Author Topic: Retro's Hand-crafted Keycaps Adventure!  (Read 44679 times)

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Offline retrochick

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Retro's Hand-crafted Keycaps Adventure!
« on: Sat, 18 July 2015, 16:41:14 »
Hello everyone!

Curiosity got the better of me and I've decided to try my hand at keycap making. I've seen a lot of great work crop up recently and felt really inspired by some of the artisans on here (namely Bro, Binge, Booper, and Whizzard) and plus, I wanted to learn a few things about sculpting, mold-making, and resin casting. Additionally, there is a wealth of information on here about how to best go about making keycaps, so I figured I'd give it a shot.

I have a lifetime love of drawing and sketching, so I figured I would also enjoy sculpting. It's a medium I've never really explored, however there is always a first for everything!

I drew up a few keycap inspirations and ordered some Super Sculpey and some tools. As I await some thick blank pbts from Singapore (thanks Gutz!), I decided to prototype out one of my keycap designs. I've found that I tend to prefer harder clays - Super Sculpey gives a nice range of flexibility when it comes to malleability: it warms up and softens nicely, however it can also harden up a bit and still allow you to sculpt the finer details. It's extremely versatile and I like that I can go back and refine the design with no 'hard-stop.' This is especially important in the first design/prototype phase.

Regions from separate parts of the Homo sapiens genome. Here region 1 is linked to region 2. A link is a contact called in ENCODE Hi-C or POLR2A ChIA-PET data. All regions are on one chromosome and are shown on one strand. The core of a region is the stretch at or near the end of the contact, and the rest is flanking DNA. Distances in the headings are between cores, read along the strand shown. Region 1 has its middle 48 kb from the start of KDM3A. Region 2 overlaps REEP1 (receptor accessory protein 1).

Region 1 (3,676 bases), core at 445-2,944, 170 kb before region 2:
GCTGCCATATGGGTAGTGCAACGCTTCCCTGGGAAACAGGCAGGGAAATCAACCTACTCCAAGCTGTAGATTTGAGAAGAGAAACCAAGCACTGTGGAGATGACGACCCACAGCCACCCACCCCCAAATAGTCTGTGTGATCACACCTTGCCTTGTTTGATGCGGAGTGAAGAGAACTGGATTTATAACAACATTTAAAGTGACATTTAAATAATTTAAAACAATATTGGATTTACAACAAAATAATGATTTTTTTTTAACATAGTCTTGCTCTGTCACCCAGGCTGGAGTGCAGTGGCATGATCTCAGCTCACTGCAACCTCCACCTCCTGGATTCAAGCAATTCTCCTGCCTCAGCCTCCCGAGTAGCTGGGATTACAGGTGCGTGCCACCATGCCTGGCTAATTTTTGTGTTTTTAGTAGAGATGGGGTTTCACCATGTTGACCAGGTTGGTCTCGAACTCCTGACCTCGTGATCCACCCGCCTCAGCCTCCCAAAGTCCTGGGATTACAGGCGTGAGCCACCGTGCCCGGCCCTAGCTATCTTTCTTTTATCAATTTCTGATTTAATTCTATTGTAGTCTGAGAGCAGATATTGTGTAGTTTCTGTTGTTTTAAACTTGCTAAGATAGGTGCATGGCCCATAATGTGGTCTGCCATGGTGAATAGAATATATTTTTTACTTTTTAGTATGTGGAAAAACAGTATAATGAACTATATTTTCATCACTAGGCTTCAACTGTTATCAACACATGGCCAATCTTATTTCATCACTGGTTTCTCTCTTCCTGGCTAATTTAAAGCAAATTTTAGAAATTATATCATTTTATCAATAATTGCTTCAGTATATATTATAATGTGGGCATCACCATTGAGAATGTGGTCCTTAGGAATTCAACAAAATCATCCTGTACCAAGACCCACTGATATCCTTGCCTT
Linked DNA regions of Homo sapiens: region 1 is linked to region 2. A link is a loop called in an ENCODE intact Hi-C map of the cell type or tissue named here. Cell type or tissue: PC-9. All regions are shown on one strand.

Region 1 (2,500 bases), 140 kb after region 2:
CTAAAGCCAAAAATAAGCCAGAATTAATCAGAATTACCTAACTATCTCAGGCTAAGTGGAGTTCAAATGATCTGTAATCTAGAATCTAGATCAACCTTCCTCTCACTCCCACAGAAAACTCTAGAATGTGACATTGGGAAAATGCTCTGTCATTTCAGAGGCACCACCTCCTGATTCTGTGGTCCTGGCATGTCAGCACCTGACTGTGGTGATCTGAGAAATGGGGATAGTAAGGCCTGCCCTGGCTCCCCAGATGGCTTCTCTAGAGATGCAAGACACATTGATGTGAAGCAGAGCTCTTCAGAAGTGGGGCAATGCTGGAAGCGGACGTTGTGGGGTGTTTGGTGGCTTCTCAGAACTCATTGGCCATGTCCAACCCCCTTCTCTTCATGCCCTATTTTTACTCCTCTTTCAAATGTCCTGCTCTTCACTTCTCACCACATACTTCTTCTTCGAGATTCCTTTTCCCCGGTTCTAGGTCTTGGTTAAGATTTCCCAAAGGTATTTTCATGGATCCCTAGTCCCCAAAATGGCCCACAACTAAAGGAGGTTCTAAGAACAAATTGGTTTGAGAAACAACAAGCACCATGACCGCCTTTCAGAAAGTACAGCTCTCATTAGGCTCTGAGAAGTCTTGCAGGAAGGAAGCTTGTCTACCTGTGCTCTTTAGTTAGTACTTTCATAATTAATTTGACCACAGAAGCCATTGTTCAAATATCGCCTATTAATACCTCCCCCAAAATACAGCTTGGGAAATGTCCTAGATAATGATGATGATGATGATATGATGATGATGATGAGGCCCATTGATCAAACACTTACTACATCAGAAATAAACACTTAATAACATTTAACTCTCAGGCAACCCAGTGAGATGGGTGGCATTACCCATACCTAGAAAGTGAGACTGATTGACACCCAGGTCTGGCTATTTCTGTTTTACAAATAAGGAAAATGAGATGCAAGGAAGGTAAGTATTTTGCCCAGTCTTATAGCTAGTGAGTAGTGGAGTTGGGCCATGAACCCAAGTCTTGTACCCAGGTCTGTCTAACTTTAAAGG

Here is my initial design of a keycap:
105903-0

I've always loved the idea of a fantasy figure keycap and am a sucker for all things weird/strange. I have a few other ideas along similar veins that I'm looking to explore as well.  :eek:

I also enjoy sculpting more lifelike/humanoid forms because they are easily relatable. I'd like introduce Goyle, my goblin to everyone:
105911-1
105905-2
105907-3
105909-4

I am about 70% satisfied with how he came out (I decided to forgo the conehead) - there are still lots of adjustments to be made (ears, nose, etc), however I wanted to share and document my progress. Once the keycaps arrive I'll proceed to adapt Goyle to his keycap base and I'm sure there will need to be adjustments to accomodate the form of the keycap. I just wanted to get an overall undestanding of sculpting something and how to treat a 3d object as opposed to a 2d object. You have to consider each and every angle and make sure it looks acceptable. I think that's the hardest part - adapting my designs to multiple perspectives.